A group of 11 civil society groups, including the Defending Dissent Foundation, and experts joined the Charity & Security Network in a Sept. 15, 2014 submission to the UN Human Rights Commission recommending that the U.S. takes steps to make counterterrorism rules for nonprofits consistent with international human rights standards. The submission is part of the HRC’s Universal Periodic Review process. Stakeholders filed comments and the HRC’s review will take place in the spring of 1015. The comments highlighted restrictions on speech and association of peacebuilders that want to engage armed groups to reduce conflict as well as barriers the Department of Treasury’s licensing process creates for humanitarian assistance to civilians in many conflict zones. Individuals/Organizations Endorsing The Report:
- Alliance for Peacebuilding, Washington, DC, USA
- American Friends Service Committee, Philadelphia, PA USA
- Defending Dissent Foundation, Takoma Park, MD, USA
- The Fund for Global Human Rights, Washington, DC, USA
- Global Partnership for the Prevention of Armed Conflict (GPPAC) The Hague, The Netherlands
- Karamah: Muslim Women Lawyers for Human Rights, Washington, DC, USA
- KinderUSA, Dallas, TX, USA
- Peace Appeal Foundation, Charlottesville, VA, USA
- Peace Catalyst International, Louisville, KY, USA
- Zakat Foundation, Chicago, IL, USA
- Eileen F. Babbitt, PhD, Professor of the Practice International Conflict Analysis and Resolution, The Fletcher School of Law and Diplomacy Tufts University Medford, MA USA
1. Charitable, development, grantmaking, faith-based, and peacebuilding organizations based in the United States (U.S.) support and protect vulnerable people around the world, promote human rights and contribute to sustaining democratic societies. These civil society organizations and the people who participate in them and benefit from their activities are protected in their right to associate with one another, to assemble and carry out activities and to express ideas, opinions and share information. In this way civil society organizations represent the combined exercise of the fundamental human rights of freedom of association, assembly and expression.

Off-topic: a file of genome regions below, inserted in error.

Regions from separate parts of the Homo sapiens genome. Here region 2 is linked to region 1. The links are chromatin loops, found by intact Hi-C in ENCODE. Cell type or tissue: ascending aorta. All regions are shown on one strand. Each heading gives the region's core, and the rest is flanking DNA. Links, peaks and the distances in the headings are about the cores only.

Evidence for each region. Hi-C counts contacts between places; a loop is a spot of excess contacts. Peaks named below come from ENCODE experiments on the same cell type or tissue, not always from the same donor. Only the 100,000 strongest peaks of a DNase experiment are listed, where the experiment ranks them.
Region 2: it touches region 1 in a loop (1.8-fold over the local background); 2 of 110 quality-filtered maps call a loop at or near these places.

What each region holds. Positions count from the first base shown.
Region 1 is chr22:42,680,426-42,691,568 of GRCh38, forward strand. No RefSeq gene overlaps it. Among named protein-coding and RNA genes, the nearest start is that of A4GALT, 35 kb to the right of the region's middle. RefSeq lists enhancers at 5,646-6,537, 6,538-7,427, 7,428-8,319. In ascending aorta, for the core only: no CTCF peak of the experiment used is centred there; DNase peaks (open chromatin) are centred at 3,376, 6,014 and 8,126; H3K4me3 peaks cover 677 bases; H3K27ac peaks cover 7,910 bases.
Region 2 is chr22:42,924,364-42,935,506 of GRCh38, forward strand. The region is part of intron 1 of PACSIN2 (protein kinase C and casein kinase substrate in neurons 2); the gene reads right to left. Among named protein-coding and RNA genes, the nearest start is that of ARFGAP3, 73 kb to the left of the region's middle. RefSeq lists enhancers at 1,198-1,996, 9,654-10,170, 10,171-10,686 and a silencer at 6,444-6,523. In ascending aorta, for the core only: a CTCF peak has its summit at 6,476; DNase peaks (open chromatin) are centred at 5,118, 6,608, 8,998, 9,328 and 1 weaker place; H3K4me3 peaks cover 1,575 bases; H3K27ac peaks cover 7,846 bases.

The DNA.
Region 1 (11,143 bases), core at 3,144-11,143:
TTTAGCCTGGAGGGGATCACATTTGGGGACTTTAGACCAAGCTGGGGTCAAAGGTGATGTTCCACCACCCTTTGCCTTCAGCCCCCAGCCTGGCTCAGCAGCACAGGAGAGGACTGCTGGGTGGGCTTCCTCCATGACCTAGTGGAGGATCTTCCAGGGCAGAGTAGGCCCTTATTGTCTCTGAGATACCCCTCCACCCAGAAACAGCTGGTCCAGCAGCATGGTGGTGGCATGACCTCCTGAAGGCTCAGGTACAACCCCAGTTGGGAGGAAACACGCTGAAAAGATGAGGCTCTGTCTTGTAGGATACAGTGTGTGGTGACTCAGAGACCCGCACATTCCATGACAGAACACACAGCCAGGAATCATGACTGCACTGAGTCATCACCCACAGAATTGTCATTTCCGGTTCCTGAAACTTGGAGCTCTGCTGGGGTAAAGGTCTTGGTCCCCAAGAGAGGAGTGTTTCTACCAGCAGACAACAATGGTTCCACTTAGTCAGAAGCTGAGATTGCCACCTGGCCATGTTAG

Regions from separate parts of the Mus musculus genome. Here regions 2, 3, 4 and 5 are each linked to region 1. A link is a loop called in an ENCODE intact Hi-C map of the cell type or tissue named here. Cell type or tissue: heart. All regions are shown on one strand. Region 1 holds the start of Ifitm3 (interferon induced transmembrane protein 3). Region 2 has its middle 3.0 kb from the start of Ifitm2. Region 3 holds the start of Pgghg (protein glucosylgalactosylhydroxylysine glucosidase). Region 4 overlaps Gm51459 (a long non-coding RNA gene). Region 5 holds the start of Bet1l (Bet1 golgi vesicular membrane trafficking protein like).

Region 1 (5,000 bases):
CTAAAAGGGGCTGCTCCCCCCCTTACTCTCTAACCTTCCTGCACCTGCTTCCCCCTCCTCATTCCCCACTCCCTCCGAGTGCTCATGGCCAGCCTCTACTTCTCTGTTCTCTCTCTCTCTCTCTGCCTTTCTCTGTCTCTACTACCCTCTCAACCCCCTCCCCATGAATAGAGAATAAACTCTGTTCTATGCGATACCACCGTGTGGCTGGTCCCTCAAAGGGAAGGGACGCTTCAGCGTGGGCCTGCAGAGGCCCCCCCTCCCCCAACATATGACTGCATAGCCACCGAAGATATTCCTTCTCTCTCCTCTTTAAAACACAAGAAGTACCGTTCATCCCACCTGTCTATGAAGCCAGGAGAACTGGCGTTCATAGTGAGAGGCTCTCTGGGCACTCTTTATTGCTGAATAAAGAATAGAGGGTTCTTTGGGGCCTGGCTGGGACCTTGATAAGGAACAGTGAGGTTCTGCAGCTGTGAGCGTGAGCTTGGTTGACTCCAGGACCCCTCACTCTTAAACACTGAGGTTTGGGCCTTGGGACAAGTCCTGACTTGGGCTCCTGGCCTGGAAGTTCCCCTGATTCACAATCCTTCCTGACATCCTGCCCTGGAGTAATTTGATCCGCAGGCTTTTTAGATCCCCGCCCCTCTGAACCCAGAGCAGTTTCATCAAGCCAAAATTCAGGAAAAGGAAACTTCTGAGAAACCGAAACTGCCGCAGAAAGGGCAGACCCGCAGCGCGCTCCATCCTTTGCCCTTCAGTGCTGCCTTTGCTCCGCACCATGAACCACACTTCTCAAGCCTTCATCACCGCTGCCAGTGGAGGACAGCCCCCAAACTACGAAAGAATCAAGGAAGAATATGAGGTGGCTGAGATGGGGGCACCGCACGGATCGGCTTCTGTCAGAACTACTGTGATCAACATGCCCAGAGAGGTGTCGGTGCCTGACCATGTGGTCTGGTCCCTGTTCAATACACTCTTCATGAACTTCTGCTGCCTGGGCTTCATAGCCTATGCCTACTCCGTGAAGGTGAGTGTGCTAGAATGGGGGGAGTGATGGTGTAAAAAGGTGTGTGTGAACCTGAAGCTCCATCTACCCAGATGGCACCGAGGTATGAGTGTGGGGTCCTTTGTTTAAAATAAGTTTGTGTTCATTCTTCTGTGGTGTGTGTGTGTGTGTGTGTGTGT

2. Within civil society humanitarian organizations that operate on the principles of humanity, neutrality and independence enjoy special protections under international humanitarian law, including the right to offer their services to civilians in armed conflict. Civilians in turn are entitled to receive such services when provided on the basis of need alone.
3. International human rights law, international humanitarian law, as embodied in the Universal Declaration of Human Rights (UDHR), the International Covenant on Civil and Political Rights (ICCPR), the Geneva Conventions and Additional Protocol II protect these rights. States, including the United States (U.S.), can only limit (derogate from) these rights for specific purposes and then only to the extent necessary and in a specific, proportionate and temporary manner.
4. This submission addresses the failure of the U.S. to implement 2011 UPR recommendations 92.58 and 92.65. It accepted both, agreeing to make all domestic counterterrorism legislation and action fully consistent with human rights standards, and to review laws to bring them in line with its international obligations.
Recommendations: We recommend that the U.S. engage civil society in a realignment of its national security and counterterrorism laws in order to remove legal restrictions on speech and association aimed at reducing armed conflict, lower barriers to humanitarian access to civilians in armed conflict and improve its redress process for terrorist lists.